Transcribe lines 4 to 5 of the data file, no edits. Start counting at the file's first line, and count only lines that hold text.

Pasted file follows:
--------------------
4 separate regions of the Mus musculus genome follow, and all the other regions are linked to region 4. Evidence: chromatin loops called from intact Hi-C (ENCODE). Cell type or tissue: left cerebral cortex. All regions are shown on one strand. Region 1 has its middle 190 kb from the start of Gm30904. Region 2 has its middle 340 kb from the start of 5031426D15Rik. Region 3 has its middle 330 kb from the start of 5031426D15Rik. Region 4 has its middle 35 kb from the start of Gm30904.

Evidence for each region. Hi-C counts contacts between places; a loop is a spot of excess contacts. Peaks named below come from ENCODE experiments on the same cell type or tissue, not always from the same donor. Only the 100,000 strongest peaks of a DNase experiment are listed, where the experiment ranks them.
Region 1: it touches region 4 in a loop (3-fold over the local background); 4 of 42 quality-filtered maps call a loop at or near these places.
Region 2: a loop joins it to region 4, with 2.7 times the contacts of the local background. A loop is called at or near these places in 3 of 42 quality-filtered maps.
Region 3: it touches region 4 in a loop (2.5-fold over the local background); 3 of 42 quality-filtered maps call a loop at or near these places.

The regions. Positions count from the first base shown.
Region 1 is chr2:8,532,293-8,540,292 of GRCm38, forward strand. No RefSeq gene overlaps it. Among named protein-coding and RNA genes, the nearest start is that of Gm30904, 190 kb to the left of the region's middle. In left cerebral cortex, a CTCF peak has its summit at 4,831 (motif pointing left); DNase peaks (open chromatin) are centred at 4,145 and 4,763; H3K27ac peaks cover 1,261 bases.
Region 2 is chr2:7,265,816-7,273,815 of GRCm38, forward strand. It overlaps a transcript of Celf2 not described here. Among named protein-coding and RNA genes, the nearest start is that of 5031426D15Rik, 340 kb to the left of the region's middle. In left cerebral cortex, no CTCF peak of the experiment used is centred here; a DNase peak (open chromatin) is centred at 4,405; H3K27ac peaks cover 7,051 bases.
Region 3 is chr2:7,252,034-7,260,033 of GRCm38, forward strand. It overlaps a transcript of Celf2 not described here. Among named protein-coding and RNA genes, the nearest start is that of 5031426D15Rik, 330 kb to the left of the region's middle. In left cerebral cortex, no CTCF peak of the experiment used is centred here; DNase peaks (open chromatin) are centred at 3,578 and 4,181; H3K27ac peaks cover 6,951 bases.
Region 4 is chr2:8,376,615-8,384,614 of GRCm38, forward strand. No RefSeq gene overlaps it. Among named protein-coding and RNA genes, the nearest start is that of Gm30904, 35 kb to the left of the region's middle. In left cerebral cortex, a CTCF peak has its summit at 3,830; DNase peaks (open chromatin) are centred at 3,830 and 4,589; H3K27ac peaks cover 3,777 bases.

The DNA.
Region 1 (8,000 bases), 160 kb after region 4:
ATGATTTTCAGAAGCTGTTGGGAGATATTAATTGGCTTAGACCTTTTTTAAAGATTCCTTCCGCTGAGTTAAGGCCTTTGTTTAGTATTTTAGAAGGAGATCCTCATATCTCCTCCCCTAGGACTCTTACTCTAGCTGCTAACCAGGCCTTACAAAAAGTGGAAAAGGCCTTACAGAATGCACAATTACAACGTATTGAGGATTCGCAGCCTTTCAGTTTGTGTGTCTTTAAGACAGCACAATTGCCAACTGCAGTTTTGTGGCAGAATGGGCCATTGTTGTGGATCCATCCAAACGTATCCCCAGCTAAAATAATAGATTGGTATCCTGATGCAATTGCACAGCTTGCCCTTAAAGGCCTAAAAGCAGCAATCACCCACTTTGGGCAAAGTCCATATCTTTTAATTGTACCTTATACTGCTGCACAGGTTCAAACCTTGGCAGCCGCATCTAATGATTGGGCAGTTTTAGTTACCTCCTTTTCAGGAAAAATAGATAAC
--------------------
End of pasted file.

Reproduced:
Region 2: a loop joins it to region 4, with 2.7 times the contacts of the local background. A loop is called at or near these places in 3 of 42 quality-filtered maps.
Region 3: it touches region 4 in a loop (2.5-fold over the local background); 3 of 42 quality-filtered maps call a loop at or near these places.